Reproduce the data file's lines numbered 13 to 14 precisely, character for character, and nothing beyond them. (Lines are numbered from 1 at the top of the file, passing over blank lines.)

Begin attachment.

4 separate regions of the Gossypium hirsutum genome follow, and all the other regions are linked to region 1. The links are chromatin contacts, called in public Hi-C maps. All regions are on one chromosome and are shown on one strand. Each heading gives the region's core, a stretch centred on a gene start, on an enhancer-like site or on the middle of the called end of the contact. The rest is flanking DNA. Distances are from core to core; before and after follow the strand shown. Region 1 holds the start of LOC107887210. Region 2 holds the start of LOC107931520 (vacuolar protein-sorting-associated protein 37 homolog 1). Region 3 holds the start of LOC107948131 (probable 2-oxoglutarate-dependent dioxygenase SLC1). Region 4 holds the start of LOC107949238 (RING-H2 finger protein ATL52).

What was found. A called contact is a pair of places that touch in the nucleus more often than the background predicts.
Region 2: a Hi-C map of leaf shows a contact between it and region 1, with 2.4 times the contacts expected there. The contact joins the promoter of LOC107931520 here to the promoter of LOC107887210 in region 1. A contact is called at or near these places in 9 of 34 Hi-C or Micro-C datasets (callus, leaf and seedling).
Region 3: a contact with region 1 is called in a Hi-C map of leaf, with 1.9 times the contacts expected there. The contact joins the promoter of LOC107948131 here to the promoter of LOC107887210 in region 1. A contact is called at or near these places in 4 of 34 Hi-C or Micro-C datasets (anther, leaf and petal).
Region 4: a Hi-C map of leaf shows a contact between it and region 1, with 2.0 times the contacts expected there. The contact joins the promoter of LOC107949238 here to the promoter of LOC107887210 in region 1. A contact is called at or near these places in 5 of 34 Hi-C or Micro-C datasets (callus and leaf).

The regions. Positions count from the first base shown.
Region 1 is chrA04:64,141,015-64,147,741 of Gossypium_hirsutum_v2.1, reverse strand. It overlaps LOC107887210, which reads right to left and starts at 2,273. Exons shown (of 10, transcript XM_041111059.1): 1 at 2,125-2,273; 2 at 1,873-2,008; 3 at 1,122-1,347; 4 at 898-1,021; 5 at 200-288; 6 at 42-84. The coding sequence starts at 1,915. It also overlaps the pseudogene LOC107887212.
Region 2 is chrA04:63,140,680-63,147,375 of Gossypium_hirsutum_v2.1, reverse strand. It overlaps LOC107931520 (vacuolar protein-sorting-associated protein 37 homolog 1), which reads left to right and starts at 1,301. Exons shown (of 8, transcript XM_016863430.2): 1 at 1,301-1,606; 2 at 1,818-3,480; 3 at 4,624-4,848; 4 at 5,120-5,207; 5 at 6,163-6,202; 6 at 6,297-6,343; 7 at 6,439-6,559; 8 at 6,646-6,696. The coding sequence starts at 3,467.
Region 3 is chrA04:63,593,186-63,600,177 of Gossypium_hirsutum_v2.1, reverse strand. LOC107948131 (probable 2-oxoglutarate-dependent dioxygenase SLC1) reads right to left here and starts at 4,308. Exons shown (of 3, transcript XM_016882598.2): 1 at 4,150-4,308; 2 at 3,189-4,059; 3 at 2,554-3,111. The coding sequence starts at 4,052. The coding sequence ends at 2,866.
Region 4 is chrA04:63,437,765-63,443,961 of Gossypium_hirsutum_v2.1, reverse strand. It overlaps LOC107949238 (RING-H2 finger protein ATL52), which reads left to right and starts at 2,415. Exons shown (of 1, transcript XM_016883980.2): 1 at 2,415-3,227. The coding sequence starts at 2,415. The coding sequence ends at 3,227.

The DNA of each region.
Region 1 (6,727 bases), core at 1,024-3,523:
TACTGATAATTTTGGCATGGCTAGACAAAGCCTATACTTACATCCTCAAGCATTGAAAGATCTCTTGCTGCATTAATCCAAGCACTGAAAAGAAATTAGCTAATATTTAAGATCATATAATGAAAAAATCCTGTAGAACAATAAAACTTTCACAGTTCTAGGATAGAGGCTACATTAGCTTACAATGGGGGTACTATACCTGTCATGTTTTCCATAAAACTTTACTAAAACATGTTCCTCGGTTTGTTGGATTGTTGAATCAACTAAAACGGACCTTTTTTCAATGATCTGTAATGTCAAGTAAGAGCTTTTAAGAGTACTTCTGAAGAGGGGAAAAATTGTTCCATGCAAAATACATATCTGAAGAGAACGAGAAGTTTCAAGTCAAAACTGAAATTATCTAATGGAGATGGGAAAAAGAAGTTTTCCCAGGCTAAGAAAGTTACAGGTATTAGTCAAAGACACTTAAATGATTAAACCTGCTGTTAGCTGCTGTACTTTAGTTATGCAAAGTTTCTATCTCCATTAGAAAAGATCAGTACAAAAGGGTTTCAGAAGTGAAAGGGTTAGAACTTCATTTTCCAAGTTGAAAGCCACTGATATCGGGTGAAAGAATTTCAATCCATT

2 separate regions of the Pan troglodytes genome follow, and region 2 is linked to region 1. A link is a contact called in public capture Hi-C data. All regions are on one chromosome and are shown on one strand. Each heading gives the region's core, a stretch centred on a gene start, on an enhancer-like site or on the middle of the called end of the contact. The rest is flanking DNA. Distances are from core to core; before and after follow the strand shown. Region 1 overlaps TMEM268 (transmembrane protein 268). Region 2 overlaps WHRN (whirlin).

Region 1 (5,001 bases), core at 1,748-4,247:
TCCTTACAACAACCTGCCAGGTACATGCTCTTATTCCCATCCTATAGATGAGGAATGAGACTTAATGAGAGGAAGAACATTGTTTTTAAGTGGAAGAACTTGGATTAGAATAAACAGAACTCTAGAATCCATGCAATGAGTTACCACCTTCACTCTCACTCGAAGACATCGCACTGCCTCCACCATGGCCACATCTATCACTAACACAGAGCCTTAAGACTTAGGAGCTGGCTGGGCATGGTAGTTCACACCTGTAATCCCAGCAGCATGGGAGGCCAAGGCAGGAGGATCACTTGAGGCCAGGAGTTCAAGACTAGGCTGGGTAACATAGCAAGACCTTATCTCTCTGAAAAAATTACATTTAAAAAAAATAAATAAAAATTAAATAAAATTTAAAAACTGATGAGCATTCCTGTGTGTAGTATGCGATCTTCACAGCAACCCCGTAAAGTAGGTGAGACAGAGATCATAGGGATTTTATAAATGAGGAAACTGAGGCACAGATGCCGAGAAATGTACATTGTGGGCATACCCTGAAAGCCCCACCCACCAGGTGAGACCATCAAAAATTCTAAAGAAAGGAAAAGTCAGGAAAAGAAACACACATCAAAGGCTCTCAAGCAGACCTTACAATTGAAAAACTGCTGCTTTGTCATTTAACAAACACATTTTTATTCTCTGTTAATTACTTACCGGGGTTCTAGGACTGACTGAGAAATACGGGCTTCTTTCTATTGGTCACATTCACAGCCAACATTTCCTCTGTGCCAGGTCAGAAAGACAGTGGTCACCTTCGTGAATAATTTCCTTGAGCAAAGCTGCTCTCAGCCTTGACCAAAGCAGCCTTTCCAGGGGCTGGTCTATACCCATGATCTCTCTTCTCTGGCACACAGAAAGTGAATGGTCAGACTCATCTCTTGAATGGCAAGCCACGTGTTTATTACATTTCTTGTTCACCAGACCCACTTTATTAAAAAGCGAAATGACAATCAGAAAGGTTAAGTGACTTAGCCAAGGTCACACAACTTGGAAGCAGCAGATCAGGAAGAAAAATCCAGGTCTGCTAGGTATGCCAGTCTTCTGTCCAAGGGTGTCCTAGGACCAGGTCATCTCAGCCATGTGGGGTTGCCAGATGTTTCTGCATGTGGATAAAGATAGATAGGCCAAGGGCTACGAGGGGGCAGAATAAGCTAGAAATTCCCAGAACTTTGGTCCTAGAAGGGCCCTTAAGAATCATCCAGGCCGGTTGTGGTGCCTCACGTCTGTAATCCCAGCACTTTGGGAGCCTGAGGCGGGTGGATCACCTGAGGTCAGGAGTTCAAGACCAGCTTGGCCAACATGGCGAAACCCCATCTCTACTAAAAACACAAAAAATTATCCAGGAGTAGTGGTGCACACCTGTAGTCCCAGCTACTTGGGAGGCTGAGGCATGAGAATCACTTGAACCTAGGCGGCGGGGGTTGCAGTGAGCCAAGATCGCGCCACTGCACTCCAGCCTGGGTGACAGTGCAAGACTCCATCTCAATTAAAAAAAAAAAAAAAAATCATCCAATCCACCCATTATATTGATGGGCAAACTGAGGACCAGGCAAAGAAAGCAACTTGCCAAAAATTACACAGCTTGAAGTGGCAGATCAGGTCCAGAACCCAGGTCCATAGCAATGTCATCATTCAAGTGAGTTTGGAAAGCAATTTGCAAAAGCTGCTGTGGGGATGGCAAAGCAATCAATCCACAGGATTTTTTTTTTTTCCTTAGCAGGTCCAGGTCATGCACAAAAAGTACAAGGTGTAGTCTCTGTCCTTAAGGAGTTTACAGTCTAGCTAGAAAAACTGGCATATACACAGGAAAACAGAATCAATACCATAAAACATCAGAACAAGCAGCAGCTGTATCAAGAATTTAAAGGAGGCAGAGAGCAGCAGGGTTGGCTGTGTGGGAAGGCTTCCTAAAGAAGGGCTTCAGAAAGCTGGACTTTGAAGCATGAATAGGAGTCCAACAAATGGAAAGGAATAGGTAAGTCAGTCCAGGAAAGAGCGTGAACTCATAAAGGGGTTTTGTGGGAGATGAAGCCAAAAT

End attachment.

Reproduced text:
TACTGATAATTTTGGCATGGCTAGACAAAGCCTATACTTACATCCTCAAGCATTGAAAGATCTCTTGCTGCATTAATCCAAGCACTGAAAAGAAATTAGCTAATATTTAAGATCATATAATGAAAAAATCCTGTAGAACAATAAAACTTTCACAGTTCTAGGATAGAGGCTACATTAGCTTACAATGGGGGTACTATACCTGTCATGTTTTCCATAAAACTTTACTAAAACATGTTCCTCGGTTTGTTGGATTGTTGAATCAACTAAAACGGACCTTTTTTCAATGATCTGTAATGTCAAGTAAGAGCTTTTAAGAGTACTTCTGAAGAGGGGAAAAATTGTTCCATGCAAAATACATATCTGAAGAGAACGAGAAGTTTCAAGTCAAAACTGAAATTATCTAATGGAGATGGGAAAAAGAAGTTTTCCCAGGCTAAGAAAGTTACAGGTATTAGTCAAAGACACTTAAATGATTAAACCTGCTGTTAGCTGCTGTACTTTAGTTATGCAAAGTTTCTATCTCCATTAGAAAAGATCAGTACAAAAGGGTTTCAGAAGTGAAAGGGTTAGAACTTCATTTTCCAAGTTGAAAGCCACTGATATCGGGTGAAAGAATTTCAATCCATT

2 separate regions of the Pan troglodytes genome follow, and region 2 is linked to region 1. A link is a contact called in public capture Hi-C data. All regions are on one chromosome and are shown on one strand. Each heading gives the region's core, a stretch centred on a gene start, on an enhancer-like site or on the middle of the called end of the contact. The rest is flanking DNA. Distances are from core to core; before and after follow the strand shown. Region 1 overlaps TMEM268 (transmembrane protein 268). Region 2 overlaps WHRN (whirlin).